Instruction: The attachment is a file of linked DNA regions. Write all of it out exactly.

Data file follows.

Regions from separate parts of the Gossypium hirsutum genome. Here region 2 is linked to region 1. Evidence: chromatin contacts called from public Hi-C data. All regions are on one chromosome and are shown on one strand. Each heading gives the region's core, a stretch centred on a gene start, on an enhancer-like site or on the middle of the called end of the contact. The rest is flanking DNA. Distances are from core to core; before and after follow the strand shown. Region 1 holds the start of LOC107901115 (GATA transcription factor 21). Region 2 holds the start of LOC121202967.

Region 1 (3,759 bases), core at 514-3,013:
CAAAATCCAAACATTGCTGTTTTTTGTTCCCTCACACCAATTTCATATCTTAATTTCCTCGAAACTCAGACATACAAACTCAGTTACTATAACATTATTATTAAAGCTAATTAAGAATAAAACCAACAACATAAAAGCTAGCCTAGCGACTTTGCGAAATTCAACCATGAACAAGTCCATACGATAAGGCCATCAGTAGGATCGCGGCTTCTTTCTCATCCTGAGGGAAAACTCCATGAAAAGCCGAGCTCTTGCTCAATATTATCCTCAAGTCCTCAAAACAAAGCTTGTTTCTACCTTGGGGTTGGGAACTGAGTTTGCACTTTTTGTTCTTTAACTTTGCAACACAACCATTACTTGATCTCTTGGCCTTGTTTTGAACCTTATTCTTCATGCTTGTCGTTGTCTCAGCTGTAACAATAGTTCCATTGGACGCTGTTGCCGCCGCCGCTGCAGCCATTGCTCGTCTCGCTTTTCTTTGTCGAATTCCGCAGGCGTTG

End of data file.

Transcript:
Regions from separate parts of the Gossypium hirsutum genome. Here region 2 is linked to region 1. Evidence: chromatin contacts called from public Hi-C data. All regions are on one chromosome and are shown on one strand. Each heading gives the region's core, a stretch centred on a gene start, on an enhancer-like site or on the middle of the called end of the contact. The rest is flanking DNA. Distances are from core to core; before and after follow the strand shown. Region 1 holds the start of LOC107901115 (GATA transcription factor 21). Region 2 holds the start of LOC121202967.

Region 1 (3,759 bases), core at 514-3,013:
CAAAATCCAAACATTGCTGTTTTTTGTTCCCTCACACCAATTTCATATCTTAATTTCCTCGAAACTCAGACATACAAACTCAGTTACTATAACATTATTATTAAAGCTAATTAAGAATAAAACCAACAACATAAAAGCTAGCCTAGCGACTTTGCGAAATTCAACCATGAACAAGTCCATACGATAAGGCCATCAGTAGGATCGCGGCTTCTTTCTCATCCTGAGGGAAAACTCCATGAAAAGCCGAGCTCTTGCTCAATATTATCCTCAAGTCCTCAAAACAAAGCTTGTTTCTACCTTGGGGTTGGGAACTGAGTTTGCACTTTTTGTTCTTTAACTTTGCAACACAACCATTACTTGATCTCTTGGCCTTGTTTTGAACCTTATTCTTCATGCTTGTCGTTGTCTCAGCTGTAACAATAGTTCCATTGGACGCTGTTGCCGCCGCCGCTGCAGCCATTGCTCGTCTCGCTTTTCTTTGTCGAATTCCGCAGGCGTTG